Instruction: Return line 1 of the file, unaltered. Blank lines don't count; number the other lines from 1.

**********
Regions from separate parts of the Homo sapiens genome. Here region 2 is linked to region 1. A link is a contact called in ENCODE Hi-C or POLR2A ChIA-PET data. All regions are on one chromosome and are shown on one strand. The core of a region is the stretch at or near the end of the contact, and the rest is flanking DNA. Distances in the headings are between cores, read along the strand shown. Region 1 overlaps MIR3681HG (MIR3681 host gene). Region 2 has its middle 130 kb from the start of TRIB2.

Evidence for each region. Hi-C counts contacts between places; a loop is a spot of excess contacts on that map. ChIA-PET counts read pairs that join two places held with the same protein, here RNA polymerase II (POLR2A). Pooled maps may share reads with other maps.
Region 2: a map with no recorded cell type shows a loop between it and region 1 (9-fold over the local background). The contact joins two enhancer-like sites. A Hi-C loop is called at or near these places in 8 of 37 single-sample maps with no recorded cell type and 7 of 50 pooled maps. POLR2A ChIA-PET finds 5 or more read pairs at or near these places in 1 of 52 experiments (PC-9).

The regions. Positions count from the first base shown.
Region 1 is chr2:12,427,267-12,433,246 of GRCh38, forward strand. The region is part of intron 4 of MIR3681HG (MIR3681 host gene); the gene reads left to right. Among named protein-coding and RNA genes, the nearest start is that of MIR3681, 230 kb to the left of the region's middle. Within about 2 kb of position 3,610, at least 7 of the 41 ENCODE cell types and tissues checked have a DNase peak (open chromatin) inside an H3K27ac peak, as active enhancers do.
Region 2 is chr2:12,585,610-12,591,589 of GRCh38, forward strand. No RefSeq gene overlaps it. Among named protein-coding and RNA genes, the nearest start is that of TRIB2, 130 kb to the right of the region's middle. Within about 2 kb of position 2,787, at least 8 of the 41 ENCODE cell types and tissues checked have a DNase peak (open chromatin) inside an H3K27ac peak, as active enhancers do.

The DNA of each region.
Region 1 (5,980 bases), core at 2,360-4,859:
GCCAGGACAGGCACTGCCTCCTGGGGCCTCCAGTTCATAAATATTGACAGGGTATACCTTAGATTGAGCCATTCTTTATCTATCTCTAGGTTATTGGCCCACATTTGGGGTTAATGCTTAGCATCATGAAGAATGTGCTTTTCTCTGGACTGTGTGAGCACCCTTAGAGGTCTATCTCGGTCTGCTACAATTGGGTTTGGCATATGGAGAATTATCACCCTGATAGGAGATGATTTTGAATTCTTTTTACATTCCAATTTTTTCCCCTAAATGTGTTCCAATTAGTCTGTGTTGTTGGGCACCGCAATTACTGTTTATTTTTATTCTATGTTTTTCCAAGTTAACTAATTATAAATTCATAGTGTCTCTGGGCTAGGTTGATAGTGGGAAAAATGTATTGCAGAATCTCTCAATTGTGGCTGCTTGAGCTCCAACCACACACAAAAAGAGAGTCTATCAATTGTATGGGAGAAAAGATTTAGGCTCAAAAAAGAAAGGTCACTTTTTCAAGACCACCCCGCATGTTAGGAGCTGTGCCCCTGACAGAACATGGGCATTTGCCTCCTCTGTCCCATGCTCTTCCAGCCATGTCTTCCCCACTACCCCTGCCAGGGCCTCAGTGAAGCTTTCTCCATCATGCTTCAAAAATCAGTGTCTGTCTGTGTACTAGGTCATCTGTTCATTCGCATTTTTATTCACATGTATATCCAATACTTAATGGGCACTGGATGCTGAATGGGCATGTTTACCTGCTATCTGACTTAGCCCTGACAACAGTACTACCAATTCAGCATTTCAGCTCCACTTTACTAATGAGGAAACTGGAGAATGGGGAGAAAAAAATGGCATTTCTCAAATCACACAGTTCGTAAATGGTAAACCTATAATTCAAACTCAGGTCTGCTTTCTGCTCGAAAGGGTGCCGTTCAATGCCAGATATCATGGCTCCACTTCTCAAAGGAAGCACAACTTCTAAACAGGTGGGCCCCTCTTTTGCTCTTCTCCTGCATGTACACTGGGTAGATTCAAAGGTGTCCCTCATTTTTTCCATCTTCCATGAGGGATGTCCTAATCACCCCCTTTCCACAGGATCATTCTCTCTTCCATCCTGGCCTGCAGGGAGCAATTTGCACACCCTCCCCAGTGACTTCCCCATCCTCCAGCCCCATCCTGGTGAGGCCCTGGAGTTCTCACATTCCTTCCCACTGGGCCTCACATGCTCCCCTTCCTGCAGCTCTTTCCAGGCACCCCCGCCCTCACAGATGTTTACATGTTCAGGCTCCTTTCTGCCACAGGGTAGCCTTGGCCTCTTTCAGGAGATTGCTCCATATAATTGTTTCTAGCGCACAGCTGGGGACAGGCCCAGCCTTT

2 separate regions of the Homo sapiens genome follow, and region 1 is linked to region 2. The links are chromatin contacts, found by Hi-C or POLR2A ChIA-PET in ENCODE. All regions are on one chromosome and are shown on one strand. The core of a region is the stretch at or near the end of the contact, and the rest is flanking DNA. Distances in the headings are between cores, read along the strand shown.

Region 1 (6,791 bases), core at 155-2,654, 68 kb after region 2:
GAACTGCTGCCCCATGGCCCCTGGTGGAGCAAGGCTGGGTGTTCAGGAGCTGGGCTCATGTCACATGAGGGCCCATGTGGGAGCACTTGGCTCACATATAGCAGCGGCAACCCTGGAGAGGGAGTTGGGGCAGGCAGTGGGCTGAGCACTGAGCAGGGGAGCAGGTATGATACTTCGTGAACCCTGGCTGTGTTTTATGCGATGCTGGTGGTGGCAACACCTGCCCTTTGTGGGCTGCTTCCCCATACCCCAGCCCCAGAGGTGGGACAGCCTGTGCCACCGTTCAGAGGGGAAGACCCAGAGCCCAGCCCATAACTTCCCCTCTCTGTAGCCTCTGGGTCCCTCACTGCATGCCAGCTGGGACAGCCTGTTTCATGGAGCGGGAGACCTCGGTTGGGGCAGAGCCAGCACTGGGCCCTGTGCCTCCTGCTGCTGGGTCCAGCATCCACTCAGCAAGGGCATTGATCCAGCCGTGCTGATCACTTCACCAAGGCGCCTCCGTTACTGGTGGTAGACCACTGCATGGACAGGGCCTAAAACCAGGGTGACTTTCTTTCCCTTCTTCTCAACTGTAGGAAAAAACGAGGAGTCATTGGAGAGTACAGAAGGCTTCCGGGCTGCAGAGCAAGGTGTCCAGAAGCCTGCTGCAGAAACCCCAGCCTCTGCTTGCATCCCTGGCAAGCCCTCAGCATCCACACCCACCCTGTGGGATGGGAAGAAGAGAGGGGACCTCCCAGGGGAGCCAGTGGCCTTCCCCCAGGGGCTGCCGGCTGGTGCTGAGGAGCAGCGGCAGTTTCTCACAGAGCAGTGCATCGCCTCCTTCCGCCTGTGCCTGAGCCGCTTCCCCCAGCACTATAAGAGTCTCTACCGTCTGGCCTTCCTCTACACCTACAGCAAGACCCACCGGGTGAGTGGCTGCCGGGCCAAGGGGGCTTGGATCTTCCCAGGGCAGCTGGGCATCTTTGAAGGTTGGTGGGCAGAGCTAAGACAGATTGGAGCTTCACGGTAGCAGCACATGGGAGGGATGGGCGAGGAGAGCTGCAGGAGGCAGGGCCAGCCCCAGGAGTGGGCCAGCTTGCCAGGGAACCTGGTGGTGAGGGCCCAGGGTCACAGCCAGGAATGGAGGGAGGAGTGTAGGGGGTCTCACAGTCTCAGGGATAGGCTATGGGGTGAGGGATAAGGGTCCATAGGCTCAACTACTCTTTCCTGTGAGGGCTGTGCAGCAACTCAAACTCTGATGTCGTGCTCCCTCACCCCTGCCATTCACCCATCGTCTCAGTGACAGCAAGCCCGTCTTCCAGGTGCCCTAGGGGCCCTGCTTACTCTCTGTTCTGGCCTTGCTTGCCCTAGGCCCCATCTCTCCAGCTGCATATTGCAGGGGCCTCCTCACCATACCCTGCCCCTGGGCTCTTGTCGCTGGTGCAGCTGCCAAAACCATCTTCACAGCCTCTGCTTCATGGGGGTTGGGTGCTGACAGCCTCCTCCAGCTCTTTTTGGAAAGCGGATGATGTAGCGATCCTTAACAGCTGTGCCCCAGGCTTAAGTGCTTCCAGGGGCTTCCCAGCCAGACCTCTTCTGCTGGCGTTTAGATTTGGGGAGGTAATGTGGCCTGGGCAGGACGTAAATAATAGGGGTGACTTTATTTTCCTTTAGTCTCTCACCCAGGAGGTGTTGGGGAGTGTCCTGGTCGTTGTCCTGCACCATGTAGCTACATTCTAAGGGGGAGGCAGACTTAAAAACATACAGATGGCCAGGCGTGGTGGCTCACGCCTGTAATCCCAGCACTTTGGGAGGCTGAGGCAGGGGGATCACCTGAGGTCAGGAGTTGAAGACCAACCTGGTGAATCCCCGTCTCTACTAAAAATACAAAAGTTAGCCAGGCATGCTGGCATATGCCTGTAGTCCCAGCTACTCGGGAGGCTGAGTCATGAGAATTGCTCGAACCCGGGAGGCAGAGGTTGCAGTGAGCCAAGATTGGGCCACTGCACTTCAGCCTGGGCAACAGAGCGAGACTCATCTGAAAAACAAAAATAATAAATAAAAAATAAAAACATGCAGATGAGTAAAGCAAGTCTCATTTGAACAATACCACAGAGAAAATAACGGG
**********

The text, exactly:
Regions from separate parts of the Homo sapiens genome. Here region 2 is linked to region 1. A link is a contact called in ENCODE Hi-C or POLR2A ChIA-PET data. All regions are on one chromosome and are shown on one strand. The core of a region is the stretch at or near the end of the contact, and the rest is flanking DNA. Distances in the headings are between cores, read along the strand shown. Region 1 overlaps MIR3681HG (MIR3681 host gene). Region 2 has its middle 130 kb from the start of TRIB2.